by David Eller, Investment U Research
Thursday, March 7, 2013
What a year 2013 has been. The S&P is up 6% and we’re 3% away from all-time highs. The Dow Jones broke through 14,000…
Can things get better from here? Can they even stay this good? Nobody knows where the markets will go, but there are ways to protect yourself and sleep easy at night.
Personally, I’m not a believer in short selling individual stocks. The deck is stacked against you. The Fed wants asset prices to increase, company management teams want stock prices to rise and sell-side investment analysts constantly prop up share prices of weak corporations. This is just too much to compete with when there is easier money to be made buying stock of good companies.
However, if you are concerned about protecting gains, short selling an index can be an effective way to lock in profits, without liquidating your portfolio. Why go to the trouble?
Let’s say you’re fully invested in The Oxford Club’s Oxford Trading Portfolio. This consists of 25 stocks in diverse industries. It could make sense to keep your positions on for tax purposes, to capture the dividends, or just because you think these stocks will outperform if the market sells off. How can you protect yourself?
Some methods are better than others, so we analyzed the five major pullbacks over the last three years to find the best ways to hedge. We also uncovered some useful takeaways that can help you protect your hard-won gains.
Shorting SPY isn’t an efficient hedge.
The first option that comes to mind is shorting the S&P 500 tracking stock, the SPY. It makes sense this would protect your downside on a one-for-one retreat in the S&P 500. But unfortunately, empirical evidence shows this isn’t the case.
According to the second table, the SPY only pulled back 88% of the decline. And in Table 1, it retraced a smaller percentage than the S&P in each of the five pullbacks. While it is possible to short the SPY to protect gains, it clearly isn’t efficient.
Buying VXX is like juggling chainsaws.
The most dangerous method may also be the most talked about. The financial press loves to discuss a fear gauge known as the VIX. If you time an investment in this security perfectly, you can see dramatic returns. During the market sell-off between April 2 and June 4 of 2012, the VXX returned 29% compared with a 9.6% drop in the S&P. It also increased by 3.8 times the pullback of the S&P 500 on average over the last five meaningful declines.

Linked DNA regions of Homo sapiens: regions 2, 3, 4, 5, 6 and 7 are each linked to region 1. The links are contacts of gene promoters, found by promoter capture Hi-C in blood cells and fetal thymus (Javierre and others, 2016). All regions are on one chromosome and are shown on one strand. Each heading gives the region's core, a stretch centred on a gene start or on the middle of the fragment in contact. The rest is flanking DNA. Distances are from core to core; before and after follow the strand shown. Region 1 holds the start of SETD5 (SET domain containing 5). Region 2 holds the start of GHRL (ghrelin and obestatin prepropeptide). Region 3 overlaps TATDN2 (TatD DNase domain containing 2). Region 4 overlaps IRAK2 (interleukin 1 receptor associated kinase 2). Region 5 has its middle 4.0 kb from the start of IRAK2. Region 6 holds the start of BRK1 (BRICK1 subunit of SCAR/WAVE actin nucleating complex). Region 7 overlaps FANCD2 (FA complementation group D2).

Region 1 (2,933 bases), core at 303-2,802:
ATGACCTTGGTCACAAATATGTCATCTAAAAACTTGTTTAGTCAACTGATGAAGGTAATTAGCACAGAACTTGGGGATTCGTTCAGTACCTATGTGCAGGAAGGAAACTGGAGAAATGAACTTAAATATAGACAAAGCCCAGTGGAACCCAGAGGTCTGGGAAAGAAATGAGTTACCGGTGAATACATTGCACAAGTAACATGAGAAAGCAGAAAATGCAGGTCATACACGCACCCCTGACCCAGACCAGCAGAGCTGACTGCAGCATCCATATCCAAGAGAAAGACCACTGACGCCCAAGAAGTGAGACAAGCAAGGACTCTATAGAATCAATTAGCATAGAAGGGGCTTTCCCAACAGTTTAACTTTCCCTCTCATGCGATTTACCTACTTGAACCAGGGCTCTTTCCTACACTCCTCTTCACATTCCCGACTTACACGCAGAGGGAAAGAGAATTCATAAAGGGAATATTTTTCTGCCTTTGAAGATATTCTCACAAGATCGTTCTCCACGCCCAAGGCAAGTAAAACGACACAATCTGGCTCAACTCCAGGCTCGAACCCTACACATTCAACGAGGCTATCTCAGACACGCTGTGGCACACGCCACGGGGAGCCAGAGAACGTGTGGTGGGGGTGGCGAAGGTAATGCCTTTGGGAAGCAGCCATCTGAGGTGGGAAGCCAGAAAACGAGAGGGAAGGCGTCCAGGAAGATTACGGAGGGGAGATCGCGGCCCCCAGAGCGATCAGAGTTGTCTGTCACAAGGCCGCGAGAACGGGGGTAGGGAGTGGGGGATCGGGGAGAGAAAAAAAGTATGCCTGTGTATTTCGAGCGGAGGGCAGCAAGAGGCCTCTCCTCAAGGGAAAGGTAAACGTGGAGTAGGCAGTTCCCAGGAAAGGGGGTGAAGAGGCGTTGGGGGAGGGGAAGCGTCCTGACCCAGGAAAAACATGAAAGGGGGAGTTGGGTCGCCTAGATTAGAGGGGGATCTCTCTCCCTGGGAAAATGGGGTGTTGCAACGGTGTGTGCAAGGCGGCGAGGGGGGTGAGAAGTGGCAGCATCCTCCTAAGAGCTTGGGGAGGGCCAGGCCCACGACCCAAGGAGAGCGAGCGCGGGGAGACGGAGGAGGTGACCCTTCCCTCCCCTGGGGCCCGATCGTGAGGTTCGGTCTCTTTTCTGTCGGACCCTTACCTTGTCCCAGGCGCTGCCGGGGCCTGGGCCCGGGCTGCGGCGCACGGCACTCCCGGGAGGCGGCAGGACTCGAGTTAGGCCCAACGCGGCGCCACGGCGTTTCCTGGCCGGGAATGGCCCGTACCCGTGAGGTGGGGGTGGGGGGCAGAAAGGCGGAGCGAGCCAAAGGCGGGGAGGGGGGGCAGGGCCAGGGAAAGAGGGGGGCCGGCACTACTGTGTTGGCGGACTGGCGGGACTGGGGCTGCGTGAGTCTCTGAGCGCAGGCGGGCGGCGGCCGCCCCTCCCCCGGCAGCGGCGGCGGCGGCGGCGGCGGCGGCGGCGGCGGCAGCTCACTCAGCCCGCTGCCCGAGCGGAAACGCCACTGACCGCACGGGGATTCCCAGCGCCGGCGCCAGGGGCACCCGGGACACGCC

The returns are great… But in my opinion, investing in this security could be compared with juggling chainsaws. Your timing has to be perfect. If you had left the position on until June 20, the return would have dwindled to -5%, even though the S&P was still down -6%.
The VXX loses money every day in a normal market because of the way it rebalances. Each day, the VXX has to buy a certain percentage of VIX contracts, two months out, while selling that same percentage of contracts one month out. Because time is a component of option value, the longer-dated options usually cost more. This drives down the value of the fund as cheaper contracts are replaced with more expensive ones.
Buying SDS is expensive, but doesn’t require a margin account.
Inverse index ETFs such as SDS are another option – and you don’t need a margin account for this strategy. The SDS tries to mimic performance that is twice the inverse of the daily return of the S&P 500. If the S&P falls 2%, the SDS should rise 4%. We back-tested this security against the SPY and found it tracks the index closely.
The SDS is volatile, but it does what it claims to do. However, it can eat up a lot of your buying power.
When you sell a stock short, you borrow the security from your broker and sell it to somebody else. Margin interest is not paid on the total value of the security. It is only paid on the dollar value the position moves against you. Imagine you sold short 100 SPY at a price of $150. If the position moves against you to $151, you would be paying margin interest on $100 instead of $15,100.
Shorting SSO provides both leverage and correlation with the S&P 500.
The SSO is the reverse of the SDS. It is a levered, long ETF that tracks the S&P 500 closely. On average, it fell 1.72 times the range of the S&P 500. If a person wanted to fully hedge a $100,000 portfolio, it could be done with $58,000 ($100,000 / 1.72 = $58,140). The investor would also only need to pay interest on the loss of the hedge, rather than the full amount.
If you have a diversified portfolio, you are naturally hedged against an upward drift in the market; shorting an index or buying an inverse ETF are ways to accomplish this goal. But remember, some methods are more volatile and require a margin account, so be sure to consider your personal situation and tolerance for risk when selecting a strategy.
David EllerHow to Safely Hedge Your Portfolio in Uncertain Times,